Institute On Disabilities Presents A Fierce Kind Of Love
World Premiere Of A New Play By Suli Holum, Directed By David Bradley And Featuring A Mixed Ability Cast
April 7 – 17, Christ Church Neighborhood House, Philadelphia
Temple University’s Institute on Disabilities presents the world premiere of A Fierce Kind of Love, a play by Drama Desk-nominee and Pig Iron Theatre Company co-founder Suli Holum and directed by Philadelphia theater veteran David Bradley. An exploration of the intellectual disabilities rights movement in Philadelphia and Pennsylvania, the play runs from April 7-17, 2016 at Christ Church Neighborhood House, 20 N. American Street, Philadelphia.
In a collage of text, movement and song, A Fierce Kind of Love shares stories and perspectives from a largely untold civil rights story of the past 50 years, in which parents, siblings, activists and advocates with intellectual disabilities struggled for equality and inclusion. The play features a cast of mixed abilities, including five well-known Philadelphia-area performers (Barrymore Award winners Charlie DelMarcelle, Lee Ann Etzold, Marcia Saunders and Cathy Simpson and Barrymore nominee Brian Anthony Wilson) and four community performers with intellectual disabilities (Shawn Aleong, Michael McClendon, Lori McFarland and Erin McNulty).
Celia Feinstein, Co-Executive Director of the Institute on Disabilities, notes that A Fierce Kind of Love continues the Institute’s commitment to addressing disability as a valued aspect of diversity throughout civic life. “This play, and its unique cast, highlight what it means to have a society that embraces people of all abilities,” Feinstein said. “And this is very timely. As we marked the 25th Anniversary of the Americans with Disabilities Act last year, we still have a long way to go in terms of providing access for and acceptance of people with disabilities.”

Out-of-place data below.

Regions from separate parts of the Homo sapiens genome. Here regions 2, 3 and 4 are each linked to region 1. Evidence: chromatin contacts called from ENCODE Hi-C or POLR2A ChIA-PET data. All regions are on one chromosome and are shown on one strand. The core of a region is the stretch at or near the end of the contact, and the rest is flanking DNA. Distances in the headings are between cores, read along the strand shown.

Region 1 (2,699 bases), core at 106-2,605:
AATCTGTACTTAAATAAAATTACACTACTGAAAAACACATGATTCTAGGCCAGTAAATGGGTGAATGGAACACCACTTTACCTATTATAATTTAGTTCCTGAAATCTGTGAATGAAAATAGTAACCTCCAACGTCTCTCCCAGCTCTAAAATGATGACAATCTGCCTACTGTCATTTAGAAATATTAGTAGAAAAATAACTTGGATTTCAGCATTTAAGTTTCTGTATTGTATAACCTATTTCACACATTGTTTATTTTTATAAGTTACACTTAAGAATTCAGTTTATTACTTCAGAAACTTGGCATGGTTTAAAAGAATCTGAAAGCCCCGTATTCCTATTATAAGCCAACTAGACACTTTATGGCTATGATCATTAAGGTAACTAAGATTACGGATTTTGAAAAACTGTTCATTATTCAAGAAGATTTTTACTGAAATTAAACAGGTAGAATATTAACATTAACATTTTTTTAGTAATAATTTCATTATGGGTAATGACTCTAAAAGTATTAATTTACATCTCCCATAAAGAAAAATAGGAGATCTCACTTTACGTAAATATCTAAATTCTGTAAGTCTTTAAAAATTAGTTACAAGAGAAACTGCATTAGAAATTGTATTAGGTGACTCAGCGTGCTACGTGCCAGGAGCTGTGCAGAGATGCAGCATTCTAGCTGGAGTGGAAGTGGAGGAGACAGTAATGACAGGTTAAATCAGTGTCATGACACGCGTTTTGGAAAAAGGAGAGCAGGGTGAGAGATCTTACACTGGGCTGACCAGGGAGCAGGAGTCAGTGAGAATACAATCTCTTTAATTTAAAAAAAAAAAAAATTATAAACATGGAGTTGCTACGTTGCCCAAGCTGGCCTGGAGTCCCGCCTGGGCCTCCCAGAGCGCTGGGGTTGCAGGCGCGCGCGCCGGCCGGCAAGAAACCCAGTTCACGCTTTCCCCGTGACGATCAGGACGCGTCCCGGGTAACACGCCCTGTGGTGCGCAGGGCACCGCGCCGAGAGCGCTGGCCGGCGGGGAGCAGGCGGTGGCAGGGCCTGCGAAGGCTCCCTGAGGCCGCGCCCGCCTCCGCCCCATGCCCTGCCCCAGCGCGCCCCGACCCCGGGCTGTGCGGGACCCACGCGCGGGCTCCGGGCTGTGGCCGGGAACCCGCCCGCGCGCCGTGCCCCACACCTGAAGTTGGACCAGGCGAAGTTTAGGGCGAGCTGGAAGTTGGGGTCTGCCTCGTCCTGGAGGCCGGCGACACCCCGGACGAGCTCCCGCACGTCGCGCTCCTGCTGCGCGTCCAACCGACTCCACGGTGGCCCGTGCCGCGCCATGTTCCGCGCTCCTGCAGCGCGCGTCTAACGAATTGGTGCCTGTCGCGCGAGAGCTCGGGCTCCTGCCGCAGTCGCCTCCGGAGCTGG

A Fierce Kind of Love combines landmark events in the intellectual disability rights movement, such as broadcasting icon Bill Baldini’s 1968 NBC-TV expose on the Pennhurst State School and Hospital and Pennsylvania’s 1971 Right to Education case (the first in the country to guarantee public education for people with disabilities) with the intimate stories of parents, siblings and cast members which chronicle political activism, family heartache and personal triumphs.
Throughout, original music by seven-time Barrymore winning composer Christopher Colucci and choreography by Nichole Canuso bring the ensemble together in explorations of how people of all abilities move, sing and create together.
“This play brings two distinctive components together in one event,” says director David Bradley. “We’re telling an important, and not-well-known civil rights story, and we’re doing it with the kind of cast you rarely see onstage together.” Bradley, a long-time company member at People’s Light and frequent collaborator on civic-themed theater projects with the National Constitution Center, commented that the play is a leading example of the kind of onstage inclusion that’s been highlighted in national conversations in the theater world, spurred by a recent American Theater magazine article and the Deaf West Theater production of Spring Awakening featuring deaf actors and the first actor who uses a wheelchair in a Broadway show.